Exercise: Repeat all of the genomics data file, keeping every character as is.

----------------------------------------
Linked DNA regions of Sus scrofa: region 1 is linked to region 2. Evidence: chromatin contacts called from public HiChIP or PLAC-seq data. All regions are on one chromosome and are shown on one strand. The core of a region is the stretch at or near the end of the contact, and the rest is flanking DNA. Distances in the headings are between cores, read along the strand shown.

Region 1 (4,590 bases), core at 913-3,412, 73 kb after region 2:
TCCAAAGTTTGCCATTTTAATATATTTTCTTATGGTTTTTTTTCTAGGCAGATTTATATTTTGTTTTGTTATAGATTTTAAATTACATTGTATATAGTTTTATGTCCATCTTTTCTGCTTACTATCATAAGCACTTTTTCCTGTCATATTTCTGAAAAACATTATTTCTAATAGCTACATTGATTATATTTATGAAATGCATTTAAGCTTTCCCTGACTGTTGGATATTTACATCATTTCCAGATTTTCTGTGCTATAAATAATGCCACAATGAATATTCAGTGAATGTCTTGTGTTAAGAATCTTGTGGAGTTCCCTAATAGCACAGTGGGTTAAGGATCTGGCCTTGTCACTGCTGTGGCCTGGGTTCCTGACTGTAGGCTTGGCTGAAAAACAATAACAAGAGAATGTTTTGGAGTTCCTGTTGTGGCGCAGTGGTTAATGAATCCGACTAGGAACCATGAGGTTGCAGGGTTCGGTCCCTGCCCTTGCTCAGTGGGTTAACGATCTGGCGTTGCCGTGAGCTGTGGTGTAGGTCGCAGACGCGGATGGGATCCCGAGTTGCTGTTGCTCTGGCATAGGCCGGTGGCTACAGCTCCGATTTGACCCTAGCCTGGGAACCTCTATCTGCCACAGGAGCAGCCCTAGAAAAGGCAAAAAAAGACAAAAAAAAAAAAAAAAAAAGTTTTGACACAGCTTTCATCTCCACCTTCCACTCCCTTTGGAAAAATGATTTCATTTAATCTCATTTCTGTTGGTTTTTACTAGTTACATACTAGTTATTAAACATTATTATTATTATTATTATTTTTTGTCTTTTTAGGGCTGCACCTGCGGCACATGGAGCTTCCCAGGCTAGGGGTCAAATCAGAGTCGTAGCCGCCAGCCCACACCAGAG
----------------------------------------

Linked DNA regions of Sus scrofa: region 1 is linked to region 2. Evidence: chromatin contacts called from public HiChIP or PLAC-seq data. All regions are on one chromosome and are shown on one strand. The core of a region is the stretch at or near the end of the contact, and the rest is flanking DNA. Distances in the headings are between cores, read along the strand shown.

Region 1 (4,590 bases), core at 913-3,412, 73 kb after region 2:
TCCAAAGTTTGCCATTTTAATATATTTTCTTATGGTTTTTTTTCTAGGCAGATTTATATTTTGTTTTGTTATAGATTTTAAATTACATTGTATATAGTTTTATGTCCATCTTTTCTGCTTACTATCATAAGCACTTTTTCCTGTCATATTTCTGAAAAACATTATTTCTAATAGCTACATTGATTATATTTATGAAATGCATTTAAGCTTTCCCTGACTGTTGGATATTTACATCATTTCCAGATTTTCTGTGCTATAAATAATGCCACAATGAATATTCAGTGAATGTCTTGTGTTAAGAATCTTGTGGAGTTCCCTAATAGCACAGTGGGTTAAGGATCTGGCCTTGTCACTGCTGTGGCCTGGGTTCCTGACTGTAGGCTTGGCTGAAAAACAATAACAAGAGAATGTTTTGGAGTTCCTGTTGTGGCGCAGTGGTTAATGAATCCGACTAGGAACCATGAGGTTGCAGGGTTCGGTCCCTGCCCTTGCTCAGTGGGTTAACGATCTGGCGTTGCCGTGAGCTGTGGTGTAGGTCGCAGACGCGGATGGGATCCCGAGTTGCTGTTGCTCTGGCATAGGCCGGTGGCTACAGCTCCGATTTGACCCTAGCCTGGGAACCTCTATCTGCCACAGGAGCAGCCCTAGAAAAGGCAAAAAAAGACAAAAAAAAAAAAAAAAAAAGTTTTGACACAGCTTTCATCTCCACCTTCCACTCCCTTTGGAAAAATGATTTCATTTAATCTCATTTCTGTTGGTTTTTACTAGTTACATACTAGTTATTAAACATTATTATTATTATTATTATTTTTTGTCTTTTTAGGGCTGCACCTGCGGCACATGGAGCTTCCCAGGCTAGGGGTCAAATCAGAGTCGTAGCCGCCAGCCCACACCAGAG